Carnivorous Plants of Massachusetts

Three types of carnivorous plants occur in Massachusetts – sundews, pitcher plants, and bladderworts. Sundews and pitcher plants typically occur in bogs, where nutrients are scarce. Carnivory is an important adaptation that enables these plants to flourish in a low nutrient environment. Bladderworts are aquatic plants that occur in ponds, swamps, and marshes, and may be free-floating beneath the water surface (e.g., Utricularia macrorhiza) or found along muddy shores (e.g. U. cornuta). Bladderworts typically occur in waters rich in zooplankton. Sundew, pitcher plant, and bladderwort species occurring in Massachusetts are listed below.

Sundews (Family Droseraceae)


Sundews have modified leaves with sticky mucilage-tipped tentacle hairs. Insects coming into contact with the tentacle hairs become stuck. The prey’s repeated movements trigger movement of the tentacle hairs, which begin encompassing the prey until the prey becomes enfolded in the leaf. The tentacle hairs release an anesthetic and digestive enzymes and the prey is slowly dissolved and absorbed by the plant. The following three species of sundew occur in Massachusetts:

Drosera filiformis (Thread-leaved sundew)
Drosera intermedia (Spatulate-leaved sundew)
Drosera rotundifolia (Round-leaved sundew)

Pitcher Plants (Family Sarraceniaceae)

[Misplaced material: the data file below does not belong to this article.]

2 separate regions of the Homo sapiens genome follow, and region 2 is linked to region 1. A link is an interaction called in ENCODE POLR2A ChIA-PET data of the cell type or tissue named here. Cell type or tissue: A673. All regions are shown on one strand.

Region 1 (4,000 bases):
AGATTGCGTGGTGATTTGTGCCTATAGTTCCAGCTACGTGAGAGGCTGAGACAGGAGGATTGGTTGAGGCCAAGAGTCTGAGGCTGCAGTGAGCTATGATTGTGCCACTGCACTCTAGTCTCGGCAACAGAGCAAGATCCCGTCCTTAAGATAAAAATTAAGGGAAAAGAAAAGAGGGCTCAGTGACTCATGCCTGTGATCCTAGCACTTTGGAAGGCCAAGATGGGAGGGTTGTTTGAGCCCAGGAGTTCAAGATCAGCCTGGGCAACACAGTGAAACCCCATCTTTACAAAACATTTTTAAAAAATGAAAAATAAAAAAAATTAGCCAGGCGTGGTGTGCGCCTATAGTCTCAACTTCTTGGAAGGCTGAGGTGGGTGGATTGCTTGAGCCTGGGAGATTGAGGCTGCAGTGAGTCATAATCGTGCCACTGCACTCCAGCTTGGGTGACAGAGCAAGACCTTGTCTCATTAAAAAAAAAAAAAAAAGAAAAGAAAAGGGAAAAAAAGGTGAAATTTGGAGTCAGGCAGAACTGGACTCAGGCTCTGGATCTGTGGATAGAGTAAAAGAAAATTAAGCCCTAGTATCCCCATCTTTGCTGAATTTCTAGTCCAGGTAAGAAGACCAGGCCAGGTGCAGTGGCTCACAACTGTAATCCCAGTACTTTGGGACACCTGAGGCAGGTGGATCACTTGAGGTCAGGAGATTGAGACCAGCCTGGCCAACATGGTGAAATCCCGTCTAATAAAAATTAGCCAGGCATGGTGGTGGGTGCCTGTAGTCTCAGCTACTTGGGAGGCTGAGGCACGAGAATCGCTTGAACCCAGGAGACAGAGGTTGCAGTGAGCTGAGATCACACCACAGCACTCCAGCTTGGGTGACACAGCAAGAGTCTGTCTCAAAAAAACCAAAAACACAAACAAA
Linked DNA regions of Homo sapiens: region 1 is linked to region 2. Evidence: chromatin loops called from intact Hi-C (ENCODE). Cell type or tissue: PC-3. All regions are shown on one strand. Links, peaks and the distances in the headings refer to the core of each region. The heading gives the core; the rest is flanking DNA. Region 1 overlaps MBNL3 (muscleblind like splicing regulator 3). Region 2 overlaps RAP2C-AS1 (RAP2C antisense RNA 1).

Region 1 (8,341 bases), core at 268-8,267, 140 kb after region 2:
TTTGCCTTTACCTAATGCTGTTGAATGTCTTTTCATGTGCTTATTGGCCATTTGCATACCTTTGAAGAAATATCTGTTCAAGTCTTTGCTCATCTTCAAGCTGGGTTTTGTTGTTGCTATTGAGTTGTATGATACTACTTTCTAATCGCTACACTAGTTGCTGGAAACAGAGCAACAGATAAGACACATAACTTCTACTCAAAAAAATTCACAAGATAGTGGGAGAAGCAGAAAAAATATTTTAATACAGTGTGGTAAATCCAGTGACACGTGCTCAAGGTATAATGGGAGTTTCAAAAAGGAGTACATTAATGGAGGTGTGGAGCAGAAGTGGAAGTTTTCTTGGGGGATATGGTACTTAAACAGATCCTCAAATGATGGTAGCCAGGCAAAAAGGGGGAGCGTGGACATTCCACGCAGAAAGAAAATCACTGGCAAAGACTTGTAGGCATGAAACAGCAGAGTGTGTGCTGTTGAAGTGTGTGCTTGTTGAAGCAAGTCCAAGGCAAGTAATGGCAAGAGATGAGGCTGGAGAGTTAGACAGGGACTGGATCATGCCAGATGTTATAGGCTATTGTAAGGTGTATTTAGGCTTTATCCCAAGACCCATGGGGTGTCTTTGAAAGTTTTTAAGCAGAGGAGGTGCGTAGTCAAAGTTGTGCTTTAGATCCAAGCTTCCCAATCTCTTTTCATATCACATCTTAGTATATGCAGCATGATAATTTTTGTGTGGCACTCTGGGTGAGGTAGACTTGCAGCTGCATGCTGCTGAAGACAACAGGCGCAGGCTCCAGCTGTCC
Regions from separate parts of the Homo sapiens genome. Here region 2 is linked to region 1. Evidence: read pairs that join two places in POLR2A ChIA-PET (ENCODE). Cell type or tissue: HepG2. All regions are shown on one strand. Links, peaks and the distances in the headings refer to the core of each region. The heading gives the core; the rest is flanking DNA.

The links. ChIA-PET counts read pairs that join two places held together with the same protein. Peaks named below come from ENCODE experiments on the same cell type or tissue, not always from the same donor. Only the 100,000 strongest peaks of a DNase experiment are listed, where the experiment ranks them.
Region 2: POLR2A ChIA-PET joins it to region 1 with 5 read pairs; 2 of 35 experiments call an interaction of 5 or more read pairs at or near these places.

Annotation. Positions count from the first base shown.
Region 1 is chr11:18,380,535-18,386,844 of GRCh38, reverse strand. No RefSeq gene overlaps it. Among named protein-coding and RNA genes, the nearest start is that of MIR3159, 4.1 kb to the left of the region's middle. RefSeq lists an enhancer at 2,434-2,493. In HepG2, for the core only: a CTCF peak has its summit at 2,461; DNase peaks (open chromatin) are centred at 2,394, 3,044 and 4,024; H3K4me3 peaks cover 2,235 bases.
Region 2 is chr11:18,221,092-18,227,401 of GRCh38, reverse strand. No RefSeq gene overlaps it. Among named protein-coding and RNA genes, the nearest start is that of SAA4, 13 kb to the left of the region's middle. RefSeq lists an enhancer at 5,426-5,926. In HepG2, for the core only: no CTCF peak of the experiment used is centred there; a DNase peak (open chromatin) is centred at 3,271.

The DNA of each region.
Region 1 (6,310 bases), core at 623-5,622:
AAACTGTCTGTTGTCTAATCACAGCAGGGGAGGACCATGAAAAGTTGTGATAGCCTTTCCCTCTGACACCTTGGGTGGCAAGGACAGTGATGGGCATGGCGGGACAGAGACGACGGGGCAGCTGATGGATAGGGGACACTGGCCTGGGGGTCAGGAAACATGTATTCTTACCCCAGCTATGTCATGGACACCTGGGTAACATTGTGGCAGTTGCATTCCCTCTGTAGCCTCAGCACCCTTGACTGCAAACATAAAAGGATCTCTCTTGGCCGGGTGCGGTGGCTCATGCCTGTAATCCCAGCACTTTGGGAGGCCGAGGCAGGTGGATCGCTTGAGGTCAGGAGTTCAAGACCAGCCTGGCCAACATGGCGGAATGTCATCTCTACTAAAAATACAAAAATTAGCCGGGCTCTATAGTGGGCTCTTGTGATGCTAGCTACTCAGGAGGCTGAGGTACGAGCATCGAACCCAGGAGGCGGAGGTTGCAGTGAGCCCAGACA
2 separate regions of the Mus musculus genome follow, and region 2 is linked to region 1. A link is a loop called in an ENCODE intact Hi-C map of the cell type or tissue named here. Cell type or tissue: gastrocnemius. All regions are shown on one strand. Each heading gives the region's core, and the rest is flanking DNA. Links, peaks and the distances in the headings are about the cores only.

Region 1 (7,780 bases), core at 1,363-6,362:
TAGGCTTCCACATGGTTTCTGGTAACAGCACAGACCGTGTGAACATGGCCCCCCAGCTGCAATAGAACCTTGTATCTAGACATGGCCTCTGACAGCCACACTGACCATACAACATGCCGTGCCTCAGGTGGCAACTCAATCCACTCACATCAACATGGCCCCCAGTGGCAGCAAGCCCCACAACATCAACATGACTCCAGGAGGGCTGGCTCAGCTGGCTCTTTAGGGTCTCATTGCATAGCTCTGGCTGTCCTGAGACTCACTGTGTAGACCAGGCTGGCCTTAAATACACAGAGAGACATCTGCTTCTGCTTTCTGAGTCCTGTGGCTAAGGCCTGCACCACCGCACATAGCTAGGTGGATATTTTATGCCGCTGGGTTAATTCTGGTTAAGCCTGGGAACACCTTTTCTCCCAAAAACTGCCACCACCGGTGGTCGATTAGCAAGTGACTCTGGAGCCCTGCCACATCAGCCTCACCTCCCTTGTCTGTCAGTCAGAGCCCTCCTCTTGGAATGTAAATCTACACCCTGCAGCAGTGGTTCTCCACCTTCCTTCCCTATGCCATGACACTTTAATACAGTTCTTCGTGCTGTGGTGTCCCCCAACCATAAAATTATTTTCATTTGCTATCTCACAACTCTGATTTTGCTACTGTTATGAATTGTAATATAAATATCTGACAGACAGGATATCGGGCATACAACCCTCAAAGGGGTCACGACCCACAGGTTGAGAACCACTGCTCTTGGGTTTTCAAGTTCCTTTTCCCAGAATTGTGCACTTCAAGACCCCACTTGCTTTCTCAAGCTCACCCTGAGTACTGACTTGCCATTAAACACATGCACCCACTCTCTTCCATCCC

pitcher plant

Pitcher plants trap insects in pitcher-shaped leaves. The “pitchers” contain water, bacteria (which aid in digestion of prey), and possibly digestive enzymes. Insects falling into the pitchers are typically unable to escape due to downward pointing hairs and numbing secretions in the pitcher. They drown and their byproducts become absorbed by special cells at the bottom of the pitchers. Only one species of pitcher plant (listed below) occurs in Massachusetts.

Sarracenia purpurea (Northern pitcher plant)

Bladderworts (Family Lentibulariaceae)

Bladderworts contain small bladders that trap tiny aquatic animals. The bladders are deflated until sensitive hairs outside of the bladders are triggered by the movement of a zooplankter or other prey. Once triggered, the bladders open, drawing in water and prey before snapping shut. The prey is then digested by enzymes and bacteria inside the bladder and the byproducts are absorbed by the plant. The following 13 species of bladderwort occur in Massachusetts:

Utricularia biflora (Two-flowered bladderwort)
Utricularia cornuta (Horned or naked bladderwort)
Utricularia fibrosa (Fibrous bladderwort)
Utricularia geminiscapa (Twin-scaped bladderwort)
Utricularia gibba (Humped bladderwort)
Utricularia inflata (Inflated bladderwort)
Utricularia intermedia (Flat-leaved bladderwort)
Utricularia macrorhiza (Common bladderwort)
Utricularia minor (Lesser bladderwort)
Utricularia purpurea (Purple bladderwort)
Utricularia radiata (Small floating bladderwort)
Utricularia resupinata (Resupinate bladderwort)
Utricularia subulata (Slender bladderwort)


Eastman, J. 1995. The Book of Swamp and Bog. Trees Shrubs, and Wildflowers of Eastern Freshwater Wetlands. Illustrated by Amelia Hansen. Stackpole books: Mechanicsburg, PA.

Gleason, H.A. and A. Cronquist. Manual of Vascular Plants of Northeastern United States and Adjacent Canada. 1991. Second Edition. The New York Botanical Garden Press: Bronx, NY.

Sorrie, B.A. and Sommers, P. 1999. The Vascular Plants of Massachusetts: A County Checklist. Massachusetts Division of Fisheries and Wildlife Natural Heritage & Endangered Species Program.

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